In accord with that, white Americans remember white better than black faces; moreover, mixedrace faces are remembered better if described as being of a white rather than a black person. Remarkably, if mixed-race subjects are told they’ve been assigned to one of the two races for the study, they show less fusiform response to faces of the arbitrarily designated “other” race. 12 Our attunement to race is shown in another way, too. 13 Show a video of someone’s hand being poked with a needle, and subjects have an “isomorphic sensorimotor” response—hands tense in empathy. Among both whites and blacks, the response is blunted for other-race hands; the more the implicit racism, the more blunting. Similarly, among subjects of both races, there’s more activation of the (emotional) medial PFC when considering misfortune befalling a member of their own race than of another race. This has major implications. In work by Joshua Correll at the University of Colorado, subjects were rapidly shown pictures of people holding either a gun or a cell phone and were told to shoot (only) gun toters. This is painfully reminiscent of the 1999 killing of Amadou Diallo. Diallo, a West African immigrant in New York, matched a description of a rapist. Four white officers questioned him, and when the unarmed Diallo started to pull out his wallet, they decided it was a gun and fired forty-one shots. The underlying neurobiology concerns “event-related potentials” (ERPs), which are stimulus-induced changes in electrical activity of the brain (as assessed by EEG— electroencephalography). Threatening faces produce a distinctive change (called the P200 component) in the ERP waveform in under two hundred milliseconds. Among white subjects, viewing someone black evokes a stronger P200 waveform than viewing someone white, regardless of whether the person is armed. Then, a few milliseconds later, a second, inhibitory waveform (the N200 component) appears, originating from the frontal cortex—“Let’s think a sec about what we’re seeing before we shoot.” Viewing a black individual evokes less of an N200 waveform than does seeing someone white. The greater the P200/N200 ratio (i.e., the greater the ratio of I’m-feeling-threatened to Hold-on-a-sec), the greater the likelihood of shooting an unarmed black individual. In another study subjects had to identify fragmented pictures of objects. Priming white subjects with subliminal views of black (but not white) faces made them better at detecting pictures of weapons (but not cameras or books). 14 Finally, for the same criminal conviction, the more stereotypically African a black individual’s facial features, the longer the sentence. 15 In contrast, juries view black (but not white) male defendants more favorably if they’re wearing big, clunky glasses; some defense attorneys even exploit this “nerd defense” by accessorizing their clients with fake glasses, and prosecuting attorneys ask whether those dorky glasses are real. In other words, when blind, impartial justice is supposedly being administered, jurors are unconsciously biased by racial stereotypes of someone’s face.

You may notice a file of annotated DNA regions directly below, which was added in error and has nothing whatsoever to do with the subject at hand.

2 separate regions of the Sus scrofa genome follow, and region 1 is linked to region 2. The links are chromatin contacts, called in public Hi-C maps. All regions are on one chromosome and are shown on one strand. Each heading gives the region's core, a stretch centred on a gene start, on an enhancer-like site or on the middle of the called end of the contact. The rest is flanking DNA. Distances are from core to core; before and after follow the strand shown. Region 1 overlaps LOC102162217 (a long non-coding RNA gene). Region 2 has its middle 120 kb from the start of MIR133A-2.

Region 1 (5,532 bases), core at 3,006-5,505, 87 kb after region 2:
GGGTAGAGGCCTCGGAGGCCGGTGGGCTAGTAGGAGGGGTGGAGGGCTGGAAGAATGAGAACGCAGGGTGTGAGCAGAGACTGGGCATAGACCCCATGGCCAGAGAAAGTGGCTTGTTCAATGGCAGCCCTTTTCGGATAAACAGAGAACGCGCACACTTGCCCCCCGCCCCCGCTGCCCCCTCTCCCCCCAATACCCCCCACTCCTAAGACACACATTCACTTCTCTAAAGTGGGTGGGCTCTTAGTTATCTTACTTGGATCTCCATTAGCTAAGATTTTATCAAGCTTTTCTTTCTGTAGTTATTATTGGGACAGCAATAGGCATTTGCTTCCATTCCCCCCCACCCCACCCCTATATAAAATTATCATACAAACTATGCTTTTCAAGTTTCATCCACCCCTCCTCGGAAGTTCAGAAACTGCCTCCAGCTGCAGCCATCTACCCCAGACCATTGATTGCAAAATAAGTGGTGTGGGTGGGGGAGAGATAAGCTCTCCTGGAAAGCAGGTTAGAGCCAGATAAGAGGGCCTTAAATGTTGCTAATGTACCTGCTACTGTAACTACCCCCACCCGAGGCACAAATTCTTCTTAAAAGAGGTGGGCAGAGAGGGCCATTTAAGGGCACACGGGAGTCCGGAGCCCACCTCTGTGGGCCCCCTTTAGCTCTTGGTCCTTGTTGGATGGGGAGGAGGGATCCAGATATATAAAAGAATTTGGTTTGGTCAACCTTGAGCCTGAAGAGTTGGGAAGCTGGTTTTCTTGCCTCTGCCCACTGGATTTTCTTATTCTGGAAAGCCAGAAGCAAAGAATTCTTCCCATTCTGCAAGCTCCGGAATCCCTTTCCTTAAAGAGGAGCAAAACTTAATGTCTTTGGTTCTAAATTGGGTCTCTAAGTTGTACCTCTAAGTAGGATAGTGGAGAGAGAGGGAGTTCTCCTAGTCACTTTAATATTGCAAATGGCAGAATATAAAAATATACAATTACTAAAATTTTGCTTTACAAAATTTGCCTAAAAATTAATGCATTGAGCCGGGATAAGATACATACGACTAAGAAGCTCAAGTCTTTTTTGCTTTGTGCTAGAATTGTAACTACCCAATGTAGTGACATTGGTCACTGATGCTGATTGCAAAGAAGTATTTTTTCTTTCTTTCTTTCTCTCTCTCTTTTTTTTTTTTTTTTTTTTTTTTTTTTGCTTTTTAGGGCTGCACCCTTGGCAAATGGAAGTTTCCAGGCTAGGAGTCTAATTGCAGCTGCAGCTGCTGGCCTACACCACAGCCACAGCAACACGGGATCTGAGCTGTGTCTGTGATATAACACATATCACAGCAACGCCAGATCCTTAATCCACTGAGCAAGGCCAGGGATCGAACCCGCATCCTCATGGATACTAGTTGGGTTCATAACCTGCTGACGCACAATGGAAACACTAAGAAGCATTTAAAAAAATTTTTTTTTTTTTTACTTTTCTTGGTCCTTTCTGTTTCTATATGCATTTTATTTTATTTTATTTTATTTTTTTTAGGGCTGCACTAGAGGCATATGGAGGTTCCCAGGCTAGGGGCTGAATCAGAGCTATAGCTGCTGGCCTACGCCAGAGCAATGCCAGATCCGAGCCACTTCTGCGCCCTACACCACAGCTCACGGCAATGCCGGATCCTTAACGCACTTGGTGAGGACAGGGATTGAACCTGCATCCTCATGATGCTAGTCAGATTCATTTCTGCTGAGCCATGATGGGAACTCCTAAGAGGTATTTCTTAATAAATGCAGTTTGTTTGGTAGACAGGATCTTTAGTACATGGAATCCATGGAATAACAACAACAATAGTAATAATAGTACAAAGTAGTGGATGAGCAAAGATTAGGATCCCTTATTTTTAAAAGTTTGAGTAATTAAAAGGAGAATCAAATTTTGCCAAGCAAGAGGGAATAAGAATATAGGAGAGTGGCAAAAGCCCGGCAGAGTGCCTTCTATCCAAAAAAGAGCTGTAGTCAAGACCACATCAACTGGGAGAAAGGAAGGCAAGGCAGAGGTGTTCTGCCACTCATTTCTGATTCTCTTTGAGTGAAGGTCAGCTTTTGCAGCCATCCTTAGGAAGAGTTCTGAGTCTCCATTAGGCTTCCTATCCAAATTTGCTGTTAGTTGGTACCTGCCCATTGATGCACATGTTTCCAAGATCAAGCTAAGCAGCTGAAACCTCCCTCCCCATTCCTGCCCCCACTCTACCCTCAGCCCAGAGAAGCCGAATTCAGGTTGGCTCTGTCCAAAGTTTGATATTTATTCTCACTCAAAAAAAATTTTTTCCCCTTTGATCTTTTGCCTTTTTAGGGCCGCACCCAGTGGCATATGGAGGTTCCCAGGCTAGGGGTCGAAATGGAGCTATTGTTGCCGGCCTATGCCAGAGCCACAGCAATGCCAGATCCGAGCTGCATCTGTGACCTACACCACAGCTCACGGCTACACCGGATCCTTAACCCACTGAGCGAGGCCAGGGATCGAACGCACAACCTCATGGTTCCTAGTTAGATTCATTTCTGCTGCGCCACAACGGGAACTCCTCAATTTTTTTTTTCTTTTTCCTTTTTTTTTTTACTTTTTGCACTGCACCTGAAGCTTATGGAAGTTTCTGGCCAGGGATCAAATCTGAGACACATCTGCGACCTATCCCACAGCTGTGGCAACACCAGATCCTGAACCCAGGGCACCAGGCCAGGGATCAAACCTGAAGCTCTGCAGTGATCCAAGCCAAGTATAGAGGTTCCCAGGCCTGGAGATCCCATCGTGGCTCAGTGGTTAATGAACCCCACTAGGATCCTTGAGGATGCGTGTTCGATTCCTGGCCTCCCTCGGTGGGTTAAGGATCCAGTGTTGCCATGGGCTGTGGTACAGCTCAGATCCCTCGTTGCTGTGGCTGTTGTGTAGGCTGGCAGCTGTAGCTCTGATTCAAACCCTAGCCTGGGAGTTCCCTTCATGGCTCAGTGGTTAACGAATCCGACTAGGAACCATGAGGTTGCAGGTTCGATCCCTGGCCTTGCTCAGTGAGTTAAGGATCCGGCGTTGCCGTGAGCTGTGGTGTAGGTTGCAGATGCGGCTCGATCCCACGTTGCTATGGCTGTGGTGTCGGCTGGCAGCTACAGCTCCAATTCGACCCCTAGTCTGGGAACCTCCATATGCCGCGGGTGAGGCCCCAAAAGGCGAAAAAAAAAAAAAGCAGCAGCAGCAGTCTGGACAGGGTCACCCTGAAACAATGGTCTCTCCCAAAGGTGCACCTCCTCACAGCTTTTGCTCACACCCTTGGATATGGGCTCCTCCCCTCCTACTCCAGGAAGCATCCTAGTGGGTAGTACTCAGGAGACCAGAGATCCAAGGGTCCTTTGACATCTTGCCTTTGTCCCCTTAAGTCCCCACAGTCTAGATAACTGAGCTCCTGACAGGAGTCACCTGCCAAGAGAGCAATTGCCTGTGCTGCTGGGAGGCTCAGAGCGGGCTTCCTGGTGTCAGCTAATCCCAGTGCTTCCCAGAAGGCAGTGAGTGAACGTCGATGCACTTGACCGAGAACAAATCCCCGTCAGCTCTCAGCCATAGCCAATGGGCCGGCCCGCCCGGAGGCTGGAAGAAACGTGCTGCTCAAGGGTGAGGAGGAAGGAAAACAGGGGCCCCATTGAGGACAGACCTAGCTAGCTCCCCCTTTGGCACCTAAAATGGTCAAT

Second depressing finding: subliminal signaling of race also affects the fusiform face area, the cortical region that specializes in facial recognition. 11 Damaging the fusiform, for example, selectively produces “face blindness” (aka prosopagnosia), an inability to recognize faces. Work by John Gabrieli at MIT demonstrates less fusiform activation for other-race faces, with the effect strongest in the most implicitly racist subjects. This isn’t about novelty—show a face with purple skin and the fusiform responds as if it’s same-race. The fusiform isn’t fooled—“That’s not an Other; it’s just a ‘normal’ Photoshopped face.” In accord with that, white Americans remember white better than black faces; moreover, mixed race faces are remembered better if described as being of a white rather than a black person. Remarkably, if mixed-race subjects are told they’ve been assigned to one of the two races for the study, they show less fusiform response to faces of the arbitrarily designated “other” race.

Though we derive subliminal information from bodily cues, such as posture, we get the most information from faces. 19 Why else evolve the fusiform? The shape of women’s faces changes subtly during their ovulatory cycle, and men prefer female faces at the time of ovulation. Subjects guess political affiliation or religion at above-chance levels just by looking at faces. And for the same transgression, people who look embarrassed—blushing, eyes averted, face angled downward and to the side—are more readily forgiven.